Kindlenomics – The Economics of the Amazon Kindle Reader
The new Amazon Kindle Reader is starting to make sense more and more as people are beginning to realize how it can change their lives. Like all new technologies, it takes some time for people to realize the true potential for its uses. The Amazon Kindle Reader is no exception.
Initially debuting with mediocre reviews, mostly concerning the high price tag and seemingly low amount of features, made many poor first impressions among the general public.
Any time a new device hits the market consumers spew a barrage of questions. For example:
How will this device make my life better?
In this article, I will attempt to rebut one of the most common debatable arguments about purchasing an Amazon Kindle Reader. That argument being that the Kindle is priced too high for what you get, and along with that you pay for books, newspapers, and even blogs.
The Kindle is currently priced at $399 US. On top of that any content must be purchased. After you purchase your book, magazine subscription, newspaper subscription, or blog, that content is delivered to your Kindle via Amazon’s free Whispernet service.
Here is a breakdown of The Economics of the Amazon Kindle Reader – aka Kindlenomics
Cost: I would imagine that many people thinking about purchasing a Kindle already have a penchant for reading. I currently own 162 books (last count). Thankfully, I do not keep track of how much I spent on those books, but lets make a guess:
- Hard Copy - 162 Books X $20 (avg) = $3,240
- Kindle - 162 Books X $10 (avg) = $1,620
Space: Now let’s factor in approximately what cost or disadvantages it is causing me by keeping hard copies of books, versus digital copies. I’m not going to factor in the cost for those bookshelves, as if they weren’t there some kind of art would be. What I am getting at here is that space that it takes in my house. It is a lot. Also, I cannot count the amount of books, blogs, writers, and professionals who swear by benefits of reducing clutter in your house.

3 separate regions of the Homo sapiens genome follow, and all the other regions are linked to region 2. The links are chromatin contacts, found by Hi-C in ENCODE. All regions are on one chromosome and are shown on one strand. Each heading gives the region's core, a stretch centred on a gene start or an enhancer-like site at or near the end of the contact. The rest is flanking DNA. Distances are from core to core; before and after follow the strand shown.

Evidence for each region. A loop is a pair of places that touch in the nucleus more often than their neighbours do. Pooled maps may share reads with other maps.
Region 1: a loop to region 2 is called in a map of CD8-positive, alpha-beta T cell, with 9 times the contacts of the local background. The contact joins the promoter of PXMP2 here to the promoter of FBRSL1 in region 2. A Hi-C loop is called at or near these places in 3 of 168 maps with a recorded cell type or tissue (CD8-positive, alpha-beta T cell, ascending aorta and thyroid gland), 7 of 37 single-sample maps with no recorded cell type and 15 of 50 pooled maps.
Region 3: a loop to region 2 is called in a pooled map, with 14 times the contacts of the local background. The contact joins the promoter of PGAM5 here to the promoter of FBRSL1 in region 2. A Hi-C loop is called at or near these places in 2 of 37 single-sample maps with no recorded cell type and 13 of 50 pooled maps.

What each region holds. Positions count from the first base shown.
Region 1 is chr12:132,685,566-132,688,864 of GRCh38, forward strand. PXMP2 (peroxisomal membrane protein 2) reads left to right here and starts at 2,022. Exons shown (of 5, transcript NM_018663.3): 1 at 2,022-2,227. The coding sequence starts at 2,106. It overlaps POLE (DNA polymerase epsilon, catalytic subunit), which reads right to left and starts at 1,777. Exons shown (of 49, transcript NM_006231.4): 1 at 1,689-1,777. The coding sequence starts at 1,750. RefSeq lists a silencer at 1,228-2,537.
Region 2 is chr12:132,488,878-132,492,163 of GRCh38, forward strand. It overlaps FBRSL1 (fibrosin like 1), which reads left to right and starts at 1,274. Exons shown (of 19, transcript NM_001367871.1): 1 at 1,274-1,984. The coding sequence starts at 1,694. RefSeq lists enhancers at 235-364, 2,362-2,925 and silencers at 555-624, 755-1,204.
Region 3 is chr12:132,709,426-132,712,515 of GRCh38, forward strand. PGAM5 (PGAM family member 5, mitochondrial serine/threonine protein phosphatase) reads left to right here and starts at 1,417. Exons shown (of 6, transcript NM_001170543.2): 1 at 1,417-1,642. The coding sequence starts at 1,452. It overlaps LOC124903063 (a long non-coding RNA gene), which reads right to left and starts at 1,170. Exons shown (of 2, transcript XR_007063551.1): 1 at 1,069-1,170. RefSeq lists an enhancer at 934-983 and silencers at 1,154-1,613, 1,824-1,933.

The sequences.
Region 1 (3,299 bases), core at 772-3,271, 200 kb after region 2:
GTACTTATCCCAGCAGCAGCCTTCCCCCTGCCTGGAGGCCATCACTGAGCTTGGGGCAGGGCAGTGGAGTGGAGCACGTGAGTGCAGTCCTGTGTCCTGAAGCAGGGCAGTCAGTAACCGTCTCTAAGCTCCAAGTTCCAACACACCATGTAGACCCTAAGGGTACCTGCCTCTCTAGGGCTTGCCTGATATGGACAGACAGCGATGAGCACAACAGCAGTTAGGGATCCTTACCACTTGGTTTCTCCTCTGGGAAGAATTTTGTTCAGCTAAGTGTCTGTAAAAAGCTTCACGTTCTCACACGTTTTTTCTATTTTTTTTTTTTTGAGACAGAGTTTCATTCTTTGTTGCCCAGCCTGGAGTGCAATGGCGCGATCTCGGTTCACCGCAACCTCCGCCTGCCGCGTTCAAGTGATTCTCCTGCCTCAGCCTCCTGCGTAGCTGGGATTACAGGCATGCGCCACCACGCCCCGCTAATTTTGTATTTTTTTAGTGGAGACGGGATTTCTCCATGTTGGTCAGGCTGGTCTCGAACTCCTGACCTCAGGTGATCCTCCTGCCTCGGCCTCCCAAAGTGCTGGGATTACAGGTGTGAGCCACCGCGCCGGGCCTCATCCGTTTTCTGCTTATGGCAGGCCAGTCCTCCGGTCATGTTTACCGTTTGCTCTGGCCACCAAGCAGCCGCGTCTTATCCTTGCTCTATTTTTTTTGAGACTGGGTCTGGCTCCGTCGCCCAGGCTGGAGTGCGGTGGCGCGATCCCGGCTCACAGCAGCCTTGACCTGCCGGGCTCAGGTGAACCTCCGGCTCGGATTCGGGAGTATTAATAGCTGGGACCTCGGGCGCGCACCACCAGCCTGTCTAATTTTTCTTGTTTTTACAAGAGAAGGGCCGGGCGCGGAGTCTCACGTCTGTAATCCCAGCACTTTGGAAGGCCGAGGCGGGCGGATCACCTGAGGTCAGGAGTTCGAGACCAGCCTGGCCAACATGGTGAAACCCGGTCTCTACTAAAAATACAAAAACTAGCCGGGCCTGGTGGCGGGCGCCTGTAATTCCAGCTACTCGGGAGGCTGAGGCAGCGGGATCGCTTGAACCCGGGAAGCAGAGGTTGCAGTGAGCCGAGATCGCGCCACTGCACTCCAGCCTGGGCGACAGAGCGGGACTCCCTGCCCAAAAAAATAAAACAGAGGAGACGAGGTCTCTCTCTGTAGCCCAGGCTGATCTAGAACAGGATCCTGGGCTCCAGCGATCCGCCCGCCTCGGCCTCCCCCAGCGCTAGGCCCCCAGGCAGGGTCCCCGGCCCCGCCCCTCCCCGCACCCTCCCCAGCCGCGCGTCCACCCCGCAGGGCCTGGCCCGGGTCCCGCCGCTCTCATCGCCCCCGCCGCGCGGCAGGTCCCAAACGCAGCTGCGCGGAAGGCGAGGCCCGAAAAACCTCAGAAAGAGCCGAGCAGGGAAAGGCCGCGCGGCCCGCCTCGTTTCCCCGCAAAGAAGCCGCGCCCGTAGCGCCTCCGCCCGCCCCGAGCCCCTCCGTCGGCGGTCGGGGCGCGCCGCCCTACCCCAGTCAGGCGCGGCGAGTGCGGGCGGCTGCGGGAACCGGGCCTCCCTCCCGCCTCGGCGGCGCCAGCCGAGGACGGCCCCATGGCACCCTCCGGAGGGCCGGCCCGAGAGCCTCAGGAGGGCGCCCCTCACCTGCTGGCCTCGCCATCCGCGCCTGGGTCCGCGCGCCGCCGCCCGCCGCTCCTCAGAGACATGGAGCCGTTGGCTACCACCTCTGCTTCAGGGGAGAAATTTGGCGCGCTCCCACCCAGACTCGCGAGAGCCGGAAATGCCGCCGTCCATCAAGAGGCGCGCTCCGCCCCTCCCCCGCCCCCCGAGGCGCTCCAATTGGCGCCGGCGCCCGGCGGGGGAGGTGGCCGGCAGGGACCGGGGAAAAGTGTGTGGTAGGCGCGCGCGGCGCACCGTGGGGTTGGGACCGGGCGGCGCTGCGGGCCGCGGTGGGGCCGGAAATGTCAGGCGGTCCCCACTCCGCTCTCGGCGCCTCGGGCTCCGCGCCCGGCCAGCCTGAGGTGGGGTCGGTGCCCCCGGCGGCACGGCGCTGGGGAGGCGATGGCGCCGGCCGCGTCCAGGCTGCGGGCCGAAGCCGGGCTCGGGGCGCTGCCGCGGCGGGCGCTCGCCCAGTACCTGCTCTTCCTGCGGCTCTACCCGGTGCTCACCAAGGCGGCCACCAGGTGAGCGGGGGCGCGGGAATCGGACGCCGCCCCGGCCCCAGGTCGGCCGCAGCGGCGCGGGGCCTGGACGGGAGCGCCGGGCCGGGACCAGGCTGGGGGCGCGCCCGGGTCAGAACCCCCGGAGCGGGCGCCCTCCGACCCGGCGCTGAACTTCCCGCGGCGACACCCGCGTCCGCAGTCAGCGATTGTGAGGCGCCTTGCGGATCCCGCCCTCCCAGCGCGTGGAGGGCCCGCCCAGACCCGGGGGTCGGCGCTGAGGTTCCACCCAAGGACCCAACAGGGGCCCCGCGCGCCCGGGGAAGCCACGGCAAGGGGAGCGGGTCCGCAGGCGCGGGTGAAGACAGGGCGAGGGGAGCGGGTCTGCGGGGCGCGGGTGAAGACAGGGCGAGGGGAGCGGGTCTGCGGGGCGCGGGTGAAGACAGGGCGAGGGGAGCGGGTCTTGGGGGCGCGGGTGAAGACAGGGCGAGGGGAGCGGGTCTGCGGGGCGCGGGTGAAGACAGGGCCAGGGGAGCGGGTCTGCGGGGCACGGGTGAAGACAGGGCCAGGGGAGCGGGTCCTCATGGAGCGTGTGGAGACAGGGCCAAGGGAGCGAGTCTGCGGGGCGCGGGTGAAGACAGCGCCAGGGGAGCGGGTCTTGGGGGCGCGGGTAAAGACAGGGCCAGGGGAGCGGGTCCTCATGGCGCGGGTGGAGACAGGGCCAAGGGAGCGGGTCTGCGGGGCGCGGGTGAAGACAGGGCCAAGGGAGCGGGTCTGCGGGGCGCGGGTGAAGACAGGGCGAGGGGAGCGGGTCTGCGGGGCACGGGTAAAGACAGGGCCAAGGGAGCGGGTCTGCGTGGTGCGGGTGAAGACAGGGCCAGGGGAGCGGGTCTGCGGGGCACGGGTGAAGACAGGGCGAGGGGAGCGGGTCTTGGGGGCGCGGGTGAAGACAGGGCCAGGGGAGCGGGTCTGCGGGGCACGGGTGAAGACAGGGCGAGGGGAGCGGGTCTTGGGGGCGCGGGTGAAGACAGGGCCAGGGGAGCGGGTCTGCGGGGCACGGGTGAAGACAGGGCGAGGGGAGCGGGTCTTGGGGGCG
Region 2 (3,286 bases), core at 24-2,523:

- Hard Copy - 162 Books = 3 Large Book Shelves
- Kindle - 7.5″ x 5.3″ x 0.7″ = 1 Note Book
Weight: I move a lot, some people do not. However, I would bet that most people move at least a couple times in their lives, and when done so, books are one of the most dreaded things to move en mass. Professional movers dread them, boxes hate them, water loves them, and the moving damages them. Moving books is just plain no good.
- Hard Copy - 162 Books X 1 pound (avg) 162 pounds
- Kindle - 10.3 ounces
Back Ache: One great benefit I see for the Kindle Reader is to be used more in the classroom. How many of you can remember your college days where 1 backpack was enough for 2 maybe 3 classes. Educational textbooks are huge, heavy, and insanely expensive. I imagine the day where students textbooks are all in digital format.
- Hard Copy - 5 College Classes X 1.5 Books Each X 5 pounds (avg/book) X 5 Days a Week X 180 School Days per Year = 33,750 pounds on your back per school year
- Kindle - 10.3 ounces X 5 Days a Week X 180 School Days per Year = 579 pounds of Kindle on your back per school year
Benefits: It is probably pretty obvious that because the Kindle is an electronic device, that it is many ways unlike a real book. So what does that mean? It means that the Kindle is not actually just a book, but a multi-capable device. Yes, books are capable of doing things that just being read like hammer nails or crush bugs, but I won’t pay extra for those features.
- Hard Copy - A tangible copy of literature with the possibility of withstanding Earth’s elements for a couple centuries.
- Kindle - GPS Positioning, Google Maps, Very Portable, Picture Viewer, Minesweeper, and the cool possibility of having a whole library at your fingertips while waiting for a flight in JFK.
- Cost – Half the Cost for Books
- Space – Very Small Percentage of Space
- Weight – 161 pounds
- Back Ache – 33,171 less pounds on your back per school year
- Benefits – Does way more than a book can
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